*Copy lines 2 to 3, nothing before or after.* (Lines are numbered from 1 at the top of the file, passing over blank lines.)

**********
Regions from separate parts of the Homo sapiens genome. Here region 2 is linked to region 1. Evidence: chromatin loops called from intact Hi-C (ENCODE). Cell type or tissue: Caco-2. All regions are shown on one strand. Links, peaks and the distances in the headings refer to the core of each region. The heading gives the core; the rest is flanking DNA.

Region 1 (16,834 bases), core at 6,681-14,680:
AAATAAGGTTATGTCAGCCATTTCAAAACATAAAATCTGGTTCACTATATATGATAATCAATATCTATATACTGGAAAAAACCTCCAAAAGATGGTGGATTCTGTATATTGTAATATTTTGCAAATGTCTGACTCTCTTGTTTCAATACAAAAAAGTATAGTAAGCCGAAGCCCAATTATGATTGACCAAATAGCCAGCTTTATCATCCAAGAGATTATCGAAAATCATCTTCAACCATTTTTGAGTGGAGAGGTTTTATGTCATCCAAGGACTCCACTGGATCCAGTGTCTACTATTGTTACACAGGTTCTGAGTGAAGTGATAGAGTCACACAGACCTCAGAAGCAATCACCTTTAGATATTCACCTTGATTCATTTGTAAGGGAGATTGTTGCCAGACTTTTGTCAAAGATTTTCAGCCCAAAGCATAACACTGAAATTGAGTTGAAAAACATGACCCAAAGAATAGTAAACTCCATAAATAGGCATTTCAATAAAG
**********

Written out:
Region 1 (16,834 bases), core at 6,681-14,680:
AAATAAGGTTATGTCAGCCATTTCAAAACATAAAATCTGGTTCACTATATATGATAATCAATATCTATATACTGGAAAAAACCTCCAAAAGATGGTGGATTCTGTATATTGTAATATTTTGCAAATGTCTGACTCTCTTGTTTCAATACAAAAAAGTATAGTAAGCCGAAGCCCAATTATGATTGACCAAATAGCCAGCTTTATCATCCAAGAGATTATCGAAAATCATCTTCAACCATTTTTGAGTGGAGAGGTTTTATGTCATCCAAGGACTCCACTGGATCCAGTGTCTACTATTGTTACACAGGTTCTGAGTGAAGTGATAGAGTCACACAGACCTCAGAAGCAATCACCTTTAGATATTCACCTTGATTCATTTGTAAGGGAGATTGTTGCCAGACTTTTGTCAAAGATTTTCAGCCCAAAGCATAACACTGAAATTGAGTTGAAAAACATGACCCAAAGAATAGTAAACTCCATAAATAGGCATTTCAATAAAG